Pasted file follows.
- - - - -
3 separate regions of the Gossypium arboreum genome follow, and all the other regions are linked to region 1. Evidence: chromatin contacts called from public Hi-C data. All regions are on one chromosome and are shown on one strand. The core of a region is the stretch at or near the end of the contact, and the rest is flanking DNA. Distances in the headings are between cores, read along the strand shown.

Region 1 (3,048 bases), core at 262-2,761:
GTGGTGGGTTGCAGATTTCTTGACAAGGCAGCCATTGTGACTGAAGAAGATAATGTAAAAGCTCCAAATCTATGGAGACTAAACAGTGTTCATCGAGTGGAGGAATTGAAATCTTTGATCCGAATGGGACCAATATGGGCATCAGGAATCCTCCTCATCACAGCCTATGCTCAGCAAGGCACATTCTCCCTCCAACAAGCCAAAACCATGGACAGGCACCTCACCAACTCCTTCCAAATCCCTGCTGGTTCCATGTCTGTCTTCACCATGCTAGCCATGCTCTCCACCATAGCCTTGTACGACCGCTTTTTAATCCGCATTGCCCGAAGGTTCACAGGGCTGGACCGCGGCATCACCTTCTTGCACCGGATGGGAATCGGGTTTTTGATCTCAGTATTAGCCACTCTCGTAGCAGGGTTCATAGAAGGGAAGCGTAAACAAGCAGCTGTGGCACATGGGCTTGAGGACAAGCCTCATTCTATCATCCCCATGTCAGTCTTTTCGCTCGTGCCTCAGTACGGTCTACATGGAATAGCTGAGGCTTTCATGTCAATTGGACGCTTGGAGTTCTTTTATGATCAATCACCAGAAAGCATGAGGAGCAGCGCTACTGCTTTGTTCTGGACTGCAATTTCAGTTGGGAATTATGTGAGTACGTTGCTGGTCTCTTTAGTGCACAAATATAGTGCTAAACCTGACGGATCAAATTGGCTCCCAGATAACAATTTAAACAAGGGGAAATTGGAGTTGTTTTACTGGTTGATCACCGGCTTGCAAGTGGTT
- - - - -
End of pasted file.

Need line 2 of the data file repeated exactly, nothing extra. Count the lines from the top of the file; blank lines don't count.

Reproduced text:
Region 1 (3,048 bases), core at 262-2,761: